After I graduated high school, I did not go straight to college. Instead, I packed my bags in San Francisco and boarded a flight to New Hampshire. A year later, this is what I had learned.
The Back Story…
I had planned to take a gap year between high school and college ever since my sophomore year. I wanted to see and experience something other than academics and extracurriculars. My childhood hero was Mother Theresa, so I jumped at the opportunity to work with underprivileged individuals. And somehow I found myself in Middle-of-Nowhere New Hampshire, a new young staff at an addiction-recovery program for adults mostly older than me.
The facility where I worked was nothing short of incredible. It was a community- and relationships-focused recovery program that lasted 13 months. Residents would apply and, if accepted, come to the facility for free. Free! Anyone familiar with recovery programs knows that they can cost tens, if not hundreds, of thousands of dollars. Our program? Not a penny.
Instead, residents had to earn their keep. They harvested from the gardens. They cleaned the animal stalls. They built new buildings. They stoked the fires. They did laundry, cleaning, cooking, more cleaning, planting, painting, and fixing. In exchange they received room and board, professional counseling, group therapy, leisure activities, and a chance to start a new life.
Many people have asked me, why would you go work at a recovery center, of all places? To this day, I say, I don’t really know.
But I do know. Part of it was because I was drawn to the root of human suffering and wanted to participate in someone else’s victory. I wanted to explore my own story– which, though free of addiction– had its own abundance of brokenness. And I wanted to prove that there was more to me than a privileged, Californian 18-year-old headed to Harvard. Mostly I needed to prove it to myself.
And as usual, I got so much more out of the experience than I had bargained for. That year living and working among recovering adults changed me. And though now it feels that my service at a recovery center was many years ago, I think the lessons I learned there still inform my daily existence.
Lessons I Learned While Working in Addiction Recovery
1) Addiction does not discriminate.
Race, religion, socio-economic status, education level– none of these are predictors for whether or not a person will fall into addiction. The residents who came for healing had a variety of backgrounds.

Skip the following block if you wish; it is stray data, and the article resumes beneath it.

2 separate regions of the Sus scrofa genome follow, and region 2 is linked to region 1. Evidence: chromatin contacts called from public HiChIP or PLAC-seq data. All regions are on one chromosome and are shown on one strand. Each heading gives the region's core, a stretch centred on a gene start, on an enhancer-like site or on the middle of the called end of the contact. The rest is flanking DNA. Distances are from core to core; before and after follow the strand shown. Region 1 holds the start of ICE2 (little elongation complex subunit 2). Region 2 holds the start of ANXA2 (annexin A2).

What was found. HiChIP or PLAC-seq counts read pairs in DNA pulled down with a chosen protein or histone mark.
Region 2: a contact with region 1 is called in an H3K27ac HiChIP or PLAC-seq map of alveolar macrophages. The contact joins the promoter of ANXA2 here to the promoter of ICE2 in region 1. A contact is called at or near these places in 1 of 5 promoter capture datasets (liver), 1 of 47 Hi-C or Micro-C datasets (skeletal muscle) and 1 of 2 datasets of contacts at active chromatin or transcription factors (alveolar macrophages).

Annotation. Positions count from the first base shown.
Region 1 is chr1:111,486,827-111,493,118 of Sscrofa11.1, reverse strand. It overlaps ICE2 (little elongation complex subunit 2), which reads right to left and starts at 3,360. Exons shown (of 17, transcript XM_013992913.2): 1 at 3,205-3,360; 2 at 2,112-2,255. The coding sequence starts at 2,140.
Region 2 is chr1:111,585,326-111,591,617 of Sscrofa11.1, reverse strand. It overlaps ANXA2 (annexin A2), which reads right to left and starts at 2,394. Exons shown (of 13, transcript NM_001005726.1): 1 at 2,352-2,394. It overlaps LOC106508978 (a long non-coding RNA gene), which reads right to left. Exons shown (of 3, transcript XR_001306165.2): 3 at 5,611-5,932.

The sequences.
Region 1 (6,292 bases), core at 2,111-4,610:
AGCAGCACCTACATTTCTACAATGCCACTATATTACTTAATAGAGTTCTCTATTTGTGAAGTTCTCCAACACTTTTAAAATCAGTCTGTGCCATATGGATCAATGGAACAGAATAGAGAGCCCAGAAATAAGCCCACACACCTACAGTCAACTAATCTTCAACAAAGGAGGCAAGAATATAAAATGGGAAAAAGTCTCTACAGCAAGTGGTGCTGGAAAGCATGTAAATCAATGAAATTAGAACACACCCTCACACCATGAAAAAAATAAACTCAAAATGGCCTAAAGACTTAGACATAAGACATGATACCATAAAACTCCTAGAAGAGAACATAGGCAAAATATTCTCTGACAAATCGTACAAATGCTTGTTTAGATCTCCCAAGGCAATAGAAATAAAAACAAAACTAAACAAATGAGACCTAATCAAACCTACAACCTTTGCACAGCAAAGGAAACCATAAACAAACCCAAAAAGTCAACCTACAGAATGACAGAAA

2) Recovery and transformation take time– a lot of time.
Why is it that so many 30-day programs don’t work? Mostly, I realized, because they failed to address the root causes of addictive behavior. “Just say no” is easy to say, and harder to do; rather than simply targeting the addiction, we have to dig deeper and ask what has caused the addiction, and heal that.
3) Not everyone is ready to change.
During my time there, many residents came and left. It is hard work to face yourself, to own up to your mistakes, and to understand the depth of consequences. Not everyone is always ready for this. Sometimes it takes a long time to be ready.
4) Human evil is uncreative.
One thing that surprised me once I learned about the residents’ stories was that so many of them had similar elements. Rape, abuse, drug use, abandonment, violence, rejection– these themes kept reappearing in story after story. I realized, then, that evil is an uncreative force. While the individuals were unique, their pasts were not: there are only so many ways that humanity can hurt itself, but they are effective.
On the bright side, I learned that good is creative. As women and men rose from the ashes of their past, they discovered new passions, new skills, and new desires. Such victory was so sweet to witness.
5) Intelligence doesn’t solve everything.
Oftentimes we grow up with the idea that a particular character trait– or possession, for that matter– can solve all our problems. For me, it was intelligence. If I were smarter, then this wouldn’t have happened. If they were only smarter, then they wouldn’t be in this predicament.
Boy, was I wrong. Some of the residents who came were unbelievably smart– and yet they found themselves in the clingy web of addiction. There was a deeper strength that they needed– one of spirit– in order to overcome their past.
6) It takes a village to save a person.
Living in community was rough for residents and staff. To be constantly vulnerable was new for many, and especially tough on those with addictive behaviors. Addiction has the power to isolate, and causes the person to hide, lie, and deny the truth from friends and family.
But to come into the light– into the presence and witness of others– is to surrender that story of loneliness and guilt. Chains are sometimes broken simply by speaking out the truth, and asking one’s community for accountability. There is nothing braver than saying, “I can’t overcome myself on my own. Help me overcome.”
The end of the journey
In June 2010 I completed my year of service at the facility and headed to college that fall. It took me a while to get used to a pen and paper again, but I had no regrets.
Unlike many of my younger classmates, I could say that I had seen a different side of humanity.
I could say that I had seen immeasurable grace take hold of human hearts, exchanging stone for flesh.
I could say that I had seen those who had been forsaken for dead and useless, come back to life with vigor and hope.
And, I had learned to live a little more fearlessly and a little more dangerously– for the sake of those around me.
*If you’re interested in supporting or volunteering at this facility, please let me know!